Thursday, 18 February 2010

Galaxy Express 999: The Ride

The Shinagawa Prince Hotel in Tokyo is a world unto itself. Featured in the film Lost in Translation, it is a refuge for weary travelers who find street-level doses of the Japanese metropolis overwhelming. In an enclosed environment one can experience karaoke and sushi and shopping, as well as movie theatres, bowling, an aquarium, and nestled deep in its bowels, a roller coaster based on Leiji Matsumoto's Galaxy Express 999.

The EPSON Shinagawa Aqua Stadium includes the aforementioned aquarium as well as a swinging boat ride themed to pirates and a carousel, and back behind all of them is the entrance to the Galaxy Railways' Shinagawa Prince Station. The arrivals board clacks away to announce that the 999 is ready to take passengers, and while singles from the Galaxy Express 999 film plays, helpful hosts usher you into the foyer.

Said foyer is a heaven for Galaxy Express fans. Three display cases are filled with replica weapons, animation stills and original paintings by Leiji Matsumoto. A giant picture window at one end features replica costumes of the Conductor, Tetsuro and Maetel. There is also a board describing the taxi shuttle which takes you to the 999's platform.

Doors open and another host takes you to what I suppose to be customs and security point. Three-dimensional lenticular images on the floor show Megalopolis from the top to give an illusion of the station's great height and illuminated posters on the walls advertise the Galaxy Railways and their various routes. Suddenly, two cyborg police officers give a short, animatronic spiel before the host opens a door and you're ushered into the shuttle.

The shuttle's doors close and the screen flickers on. A CGI version of the Conductor greets us and explains that the shuttle will take us through the city's great glass transit tunnels, which it proceeds to. However, our shuttle is intercepted by Queen Prometheum, who warps us far and away... Right into the horizon of a black hole! Nevertheless, our shuttle is being piloted by none other than Tetsuro and Maetel, who call upon Captain Harlock and Emeraldas. Unleashing the firepower of the Arcadia and Queen Emeraldas, they proceed to blow up the black hole. Then Faust arrives from the Adieu Galaxy Express 999 feature film, forcing a gunfight with Tetsuro. After the boy dispatches his father and Maetel verbally confronts her mother, they (and us) are returned to Megalopolis, whereupon we arrive at the 999's platform. Previous cinematic sequences had the shuttle intercepted by Count Mecha and his Time Castle from the feature film.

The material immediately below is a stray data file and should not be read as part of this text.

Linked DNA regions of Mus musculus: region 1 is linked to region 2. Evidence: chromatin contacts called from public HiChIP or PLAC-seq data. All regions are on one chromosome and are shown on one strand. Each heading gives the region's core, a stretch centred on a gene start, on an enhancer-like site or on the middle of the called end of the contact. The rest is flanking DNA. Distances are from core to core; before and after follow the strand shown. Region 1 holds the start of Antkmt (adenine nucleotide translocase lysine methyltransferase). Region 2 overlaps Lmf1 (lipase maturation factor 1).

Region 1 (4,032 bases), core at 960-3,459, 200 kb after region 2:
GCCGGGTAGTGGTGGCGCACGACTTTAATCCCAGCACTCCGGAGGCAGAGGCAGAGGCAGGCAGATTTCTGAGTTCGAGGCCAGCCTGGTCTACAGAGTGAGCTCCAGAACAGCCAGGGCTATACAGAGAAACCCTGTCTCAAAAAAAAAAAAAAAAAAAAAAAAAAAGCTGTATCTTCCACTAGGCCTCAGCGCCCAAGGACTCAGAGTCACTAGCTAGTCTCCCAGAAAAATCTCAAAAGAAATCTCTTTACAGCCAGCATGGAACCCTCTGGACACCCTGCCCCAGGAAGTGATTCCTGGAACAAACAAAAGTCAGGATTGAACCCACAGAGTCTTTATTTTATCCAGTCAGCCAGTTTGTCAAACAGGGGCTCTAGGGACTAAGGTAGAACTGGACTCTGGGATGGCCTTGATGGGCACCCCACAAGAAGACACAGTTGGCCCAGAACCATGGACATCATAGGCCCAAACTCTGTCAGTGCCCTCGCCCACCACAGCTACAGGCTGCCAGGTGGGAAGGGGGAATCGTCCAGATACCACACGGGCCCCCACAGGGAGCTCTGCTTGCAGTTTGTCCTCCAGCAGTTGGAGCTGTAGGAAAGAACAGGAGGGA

The doors open again and the hosts take us to the 999 herself. Or more correctly, to the roller coaster in a bay made to look like the interior of the 999. Neatly tucked in, the coaster launches into outer space, swirling around in a field of stars, nearly colliding with another train and narrowly avoiding nebulae.

Is it a good ride? Not really. Imagine a budget Space Mountain, which is rather shorter and not executed quite as well. One of the major problems is that the coaster is too well lit. The effect of star fields and Galaxy Railway train projections is lost when you can see the cords and the edges of the screen! The best portion is the lead-up, seeing the props, costumes and the shuttle simulator. And all of this for only JPY1000!

Even more disappointing was the fact that by the time I arrived, the gift shop associated with the ride had long since closed down. There went the hope I had of finding a model of the 999 for my desk. Thankfully it was only a short train ride over to the otaku commercial centre of Akihabara, where I was able to find a few mementos of my favorite anime series of all time.

Despite its flaws, one will still pay the JPY1000 (roughly $10) to ride the ride if one is obsessive enough about Galaxy Express 999 to want to ride it to begin with. It benefits from being the only 999 attraction in the world. However, there is another attraction of interest to fans that is charming and practical at the same time.

Recognizing the needs of tourists to go back and forth from major centres to the island playground of Odaiba, Tokyo Cruises commissioned Leiji Matsumoto to design the waterbus Himiko. Guided by the inspirations of a teardrop and a shape pleasing to children, Matsumoto designed a craft that looks every bit like it flew out of Galaxy Express, Harlock or Yamato.

Furthermore, it makes ready reference to Matsumoto's greatest work. Just behind the pilot's cabin are stand-up cutouts of the Conductor, the movie version of Tetsuro and Maetel. As the ship departs Asakusa, the taped narration begins to play, in which the trio - courtesy of their original voice actors - describe the bridges and sights that the Himiko passes by en route to Odaiba. Their narration is in Japanese, of course, but their voices are immediately recognizable. It also makes for a weird effect when one hears the Conductor announce their own departure point!

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